For Local Military Wives, Government Shutdown Would Be 'Tragic'

Military families who live paycheck to paycheck threatened by political stalemate in Washington.

For many Americans, the possibility of a federal government shutdown is just another case of politics gone wild.

For Erin Bell's family, it could be devastating.

"My husband's halfway around the world worrying about whether we'll have food on the table or enough gas to get the kids to school," Bell said.

That's because Chris Bell, 34, a 16-year veteran of the U.S. Navy, may not have a paycheck if the threatened shutdown takes place at 12:01 a.m. Saturday. The shutdown would close national parks, delay income tax refund checks and halt Federal Housing Authority loans. It would also interrupt paychecks for thousands of American troops, a scenario that Erin Bell said would be "tragic."

"We live paycheck to paycheck," Bell said. "It's really going to sink a lot of families."

Bell, 33, of Bradenton, is a stay-at-home mom to four kids, ages 3-10, while her husband is stationed on Diego Garcia, an atoll in the middle of the Indian Ocean. Bell said she's already had to cancel weekend plans to make sure the family has enough left in the bank account to stay afloat should the shutdown occur.

"If it does, it's atrocious," said Linda Craig, executive director of Manasota Operation Troop Support, a nonprofit that aids military families in Manatee and Sarasota counties. "It's offensive."

Craig said many of the military wives she works with have been very vocal and outraged over the possible shutdown. Several had joined a Facebook events page titled "Ensuring Pay For Our Military Act of 2011," named after legislation proposed by a bipartisan group of senators that would keep the paychecks flowing. The page had more than 325,000 supporters late Thursday night.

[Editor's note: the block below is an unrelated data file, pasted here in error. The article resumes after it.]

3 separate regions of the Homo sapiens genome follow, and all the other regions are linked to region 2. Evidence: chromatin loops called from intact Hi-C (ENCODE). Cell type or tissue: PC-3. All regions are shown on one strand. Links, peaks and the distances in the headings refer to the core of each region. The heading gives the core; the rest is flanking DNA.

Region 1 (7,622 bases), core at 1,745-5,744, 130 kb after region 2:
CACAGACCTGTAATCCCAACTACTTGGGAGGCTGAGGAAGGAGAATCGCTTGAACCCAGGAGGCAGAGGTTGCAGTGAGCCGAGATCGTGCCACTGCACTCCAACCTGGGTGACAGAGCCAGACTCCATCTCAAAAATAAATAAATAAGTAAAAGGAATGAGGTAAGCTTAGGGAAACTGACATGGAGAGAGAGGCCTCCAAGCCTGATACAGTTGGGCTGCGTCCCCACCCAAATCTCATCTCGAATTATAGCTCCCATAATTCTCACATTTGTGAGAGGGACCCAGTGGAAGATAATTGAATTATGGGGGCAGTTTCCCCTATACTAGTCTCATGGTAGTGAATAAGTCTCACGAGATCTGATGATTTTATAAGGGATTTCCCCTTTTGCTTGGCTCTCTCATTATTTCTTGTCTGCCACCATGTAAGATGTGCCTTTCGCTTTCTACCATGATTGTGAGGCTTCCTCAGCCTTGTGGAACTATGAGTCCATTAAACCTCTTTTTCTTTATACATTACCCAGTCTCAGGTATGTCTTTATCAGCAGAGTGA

Local impact

The partial shutdown wouldn't have much effect on local government, said Nick Azzara, Manatee County's information outreach specialist.

It would, however, cause a delay for anyone applying for a home loan through the Federal Housing Administration and force a closure of Bradenton's .

"Everybody still remains hopeful there won't be a shutdown," said park superintendent Scott Pardue. "It could always go to that 11th hour of discussions."

Reaction to the potential shutdown around Bradenton wasn't all negative Thursday.

"Go ahead," said Bryan Tupper, 27, a member of the Manatee County Young Republicans who said he was not speaking on behalf of the organization. "That way, the government isn't spending money and putting us further in debt."

Tupper said Democrats are to blame for failing to pass a budget.

"You need a budget to run a business," Tupper said. "The U.S. government is the biggest business in the world."

Richard O'Brien, chairman of the Manatee County Democratic Party, said President Barack Obama has already carved billions out of the budget, and Republicans are "trying to cut bone now."

"It's serious games they're playing," O'Brien said. "They're infusing ideology into it."

O'Brien said he was concerned about putting 800,000 federal employees — including some who oversee food regulation and national security — temporarily out of work.

Others, like 38-year-old Nicole Wetherington, a Bradenton stay-at-home mom, said she was worried about the shutdown's effect on servicemen and women.

"Will their families eat retroactively?" she asked in a Twitter message.

For Erin Bell and her family, the political infighting in Washington hits too close to home.

"I just really think it's sad they can't get their act together," she said.


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